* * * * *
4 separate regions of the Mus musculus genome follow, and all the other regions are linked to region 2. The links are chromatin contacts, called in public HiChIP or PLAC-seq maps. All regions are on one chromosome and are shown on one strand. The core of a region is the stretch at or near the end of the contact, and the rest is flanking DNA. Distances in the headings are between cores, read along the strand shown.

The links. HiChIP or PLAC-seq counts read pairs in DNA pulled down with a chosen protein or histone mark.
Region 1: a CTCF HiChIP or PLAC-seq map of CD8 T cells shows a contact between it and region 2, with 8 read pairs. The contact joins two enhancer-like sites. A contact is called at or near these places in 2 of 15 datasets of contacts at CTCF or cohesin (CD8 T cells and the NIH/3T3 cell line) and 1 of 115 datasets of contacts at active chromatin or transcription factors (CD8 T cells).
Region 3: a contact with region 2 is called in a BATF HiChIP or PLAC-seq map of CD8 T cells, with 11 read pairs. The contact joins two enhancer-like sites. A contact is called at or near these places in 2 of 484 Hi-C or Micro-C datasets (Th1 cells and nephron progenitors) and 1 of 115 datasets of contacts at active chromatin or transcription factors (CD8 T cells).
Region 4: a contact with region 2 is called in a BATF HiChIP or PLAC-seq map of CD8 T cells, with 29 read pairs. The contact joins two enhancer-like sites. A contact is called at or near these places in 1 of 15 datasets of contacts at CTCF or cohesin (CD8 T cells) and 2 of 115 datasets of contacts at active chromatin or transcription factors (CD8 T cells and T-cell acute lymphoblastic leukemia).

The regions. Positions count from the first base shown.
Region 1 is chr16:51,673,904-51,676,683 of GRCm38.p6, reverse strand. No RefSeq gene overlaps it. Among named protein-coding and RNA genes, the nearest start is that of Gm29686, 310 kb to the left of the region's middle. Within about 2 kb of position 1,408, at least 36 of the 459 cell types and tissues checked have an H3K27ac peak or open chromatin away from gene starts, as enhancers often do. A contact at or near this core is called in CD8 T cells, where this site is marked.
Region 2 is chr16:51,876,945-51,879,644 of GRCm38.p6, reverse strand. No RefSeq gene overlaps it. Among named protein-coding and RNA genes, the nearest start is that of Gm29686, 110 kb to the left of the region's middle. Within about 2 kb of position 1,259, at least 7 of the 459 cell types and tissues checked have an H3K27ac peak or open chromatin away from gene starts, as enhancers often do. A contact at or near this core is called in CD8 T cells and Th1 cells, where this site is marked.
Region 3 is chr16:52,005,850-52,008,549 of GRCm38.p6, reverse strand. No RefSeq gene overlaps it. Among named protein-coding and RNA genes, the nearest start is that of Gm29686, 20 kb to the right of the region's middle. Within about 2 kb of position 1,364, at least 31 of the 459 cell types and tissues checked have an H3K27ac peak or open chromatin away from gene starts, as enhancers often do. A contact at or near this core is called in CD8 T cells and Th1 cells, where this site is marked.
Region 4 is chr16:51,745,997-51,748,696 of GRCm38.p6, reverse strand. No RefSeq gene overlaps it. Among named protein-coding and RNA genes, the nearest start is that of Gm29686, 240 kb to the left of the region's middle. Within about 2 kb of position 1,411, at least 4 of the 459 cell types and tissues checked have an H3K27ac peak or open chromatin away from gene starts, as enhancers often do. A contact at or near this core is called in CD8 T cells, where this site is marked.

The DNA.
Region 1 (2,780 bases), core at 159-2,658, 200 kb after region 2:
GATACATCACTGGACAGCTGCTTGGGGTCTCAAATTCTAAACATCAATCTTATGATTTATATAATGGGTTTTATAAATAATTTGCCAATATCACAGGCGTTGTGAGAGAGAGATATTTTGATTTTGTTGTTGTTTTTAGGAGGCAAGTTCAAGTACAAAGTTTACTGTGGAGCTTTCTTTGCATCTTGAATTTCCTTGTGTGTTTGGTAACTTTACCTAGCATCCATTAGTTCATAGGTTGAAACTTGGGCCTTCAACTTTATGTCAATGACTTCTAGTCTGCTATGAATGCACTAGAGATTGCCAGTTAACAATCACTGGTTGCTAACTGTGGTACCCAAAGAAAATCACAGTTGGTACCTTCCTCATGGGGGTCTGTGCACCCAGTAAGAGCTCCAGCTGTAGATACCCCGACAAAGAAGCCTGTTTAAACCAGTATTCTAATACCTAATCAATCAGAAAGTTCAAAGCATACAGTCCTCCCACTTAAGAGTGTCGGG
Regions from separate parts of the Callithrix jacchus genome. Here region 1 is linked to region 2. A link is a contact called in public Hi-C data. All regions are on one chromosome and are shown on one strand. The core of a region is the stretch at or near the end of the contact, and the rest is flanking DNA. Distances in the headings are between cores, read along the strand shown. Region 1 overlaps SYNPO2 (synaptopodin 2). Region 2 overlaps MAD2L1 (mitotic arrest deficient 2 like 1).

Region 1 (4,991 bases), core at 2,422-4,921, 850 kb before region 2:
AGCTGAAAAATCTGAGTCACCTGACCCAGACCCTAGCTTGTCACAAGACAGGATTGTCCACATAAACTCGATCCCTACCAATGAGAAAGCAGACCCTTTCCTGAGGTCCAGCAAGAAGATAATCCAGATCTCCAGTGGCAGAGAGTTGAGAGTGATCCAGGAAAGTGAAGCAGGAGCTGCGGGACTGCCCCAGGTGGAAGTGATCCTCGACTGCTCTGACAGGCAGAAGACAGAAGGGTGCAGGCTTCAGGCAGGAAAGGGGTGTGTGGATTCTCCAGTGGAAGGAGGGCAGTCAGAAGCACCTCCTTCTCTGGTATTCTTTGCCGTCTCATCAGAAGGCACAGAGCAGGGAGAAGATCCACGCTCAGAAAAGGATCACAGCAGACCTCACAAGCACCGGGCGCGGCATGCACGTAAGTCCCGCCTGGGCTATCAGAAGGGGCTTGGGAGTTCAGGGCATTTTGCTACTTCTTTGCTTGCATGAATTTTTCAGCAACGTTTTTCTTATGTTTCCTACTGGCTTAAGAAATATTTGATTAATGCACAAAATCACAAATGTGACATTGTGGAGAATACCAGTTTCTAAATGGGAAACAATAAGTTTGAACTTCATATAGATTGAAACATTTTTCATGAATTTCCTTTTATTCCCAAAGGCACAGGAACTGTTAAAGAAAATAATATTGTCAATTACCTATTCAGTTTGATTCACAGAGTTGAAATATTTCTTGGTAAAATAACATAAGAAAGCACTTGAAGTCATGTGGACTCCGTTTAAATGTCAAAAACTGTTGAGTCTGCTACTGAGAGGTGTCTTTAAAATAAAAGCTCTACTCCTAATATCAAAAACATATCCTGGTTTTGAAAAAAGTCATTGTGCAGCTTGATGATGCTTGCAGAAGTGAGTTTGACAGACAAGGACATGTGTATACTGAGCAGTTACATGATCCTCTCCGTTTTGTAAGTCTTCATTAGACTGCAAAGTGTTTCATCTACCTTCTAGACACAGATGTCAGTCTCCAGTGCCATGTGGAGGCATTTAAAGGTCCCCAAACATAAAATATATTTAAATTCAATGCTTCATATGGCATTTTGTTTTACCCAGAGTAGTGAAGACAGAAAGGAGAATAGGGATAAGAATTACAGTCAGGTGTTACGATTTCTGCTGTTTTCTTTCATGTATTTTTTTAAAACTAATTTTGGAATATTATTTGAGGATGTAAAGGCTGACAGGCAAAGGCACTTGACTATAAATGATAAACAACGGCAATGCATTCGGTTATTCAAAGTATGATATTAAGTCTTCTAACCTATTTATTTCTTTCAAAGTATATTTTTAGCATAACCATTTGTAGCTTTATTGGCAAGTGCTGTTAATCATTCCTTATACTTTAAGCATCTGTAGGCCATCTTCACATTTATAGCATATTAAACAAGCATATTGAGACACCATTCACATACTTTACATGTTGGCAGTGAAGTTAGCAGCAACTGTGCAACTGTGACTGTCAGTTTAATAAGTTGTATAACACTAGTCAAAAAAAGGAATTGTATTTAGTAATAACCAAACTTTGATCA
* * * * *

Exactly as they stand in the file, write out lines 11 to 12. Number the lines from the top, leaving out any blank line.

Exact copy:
The DNA.
Region 1 (2,780 bases), core at 159-2,658, 200 kb after region 2: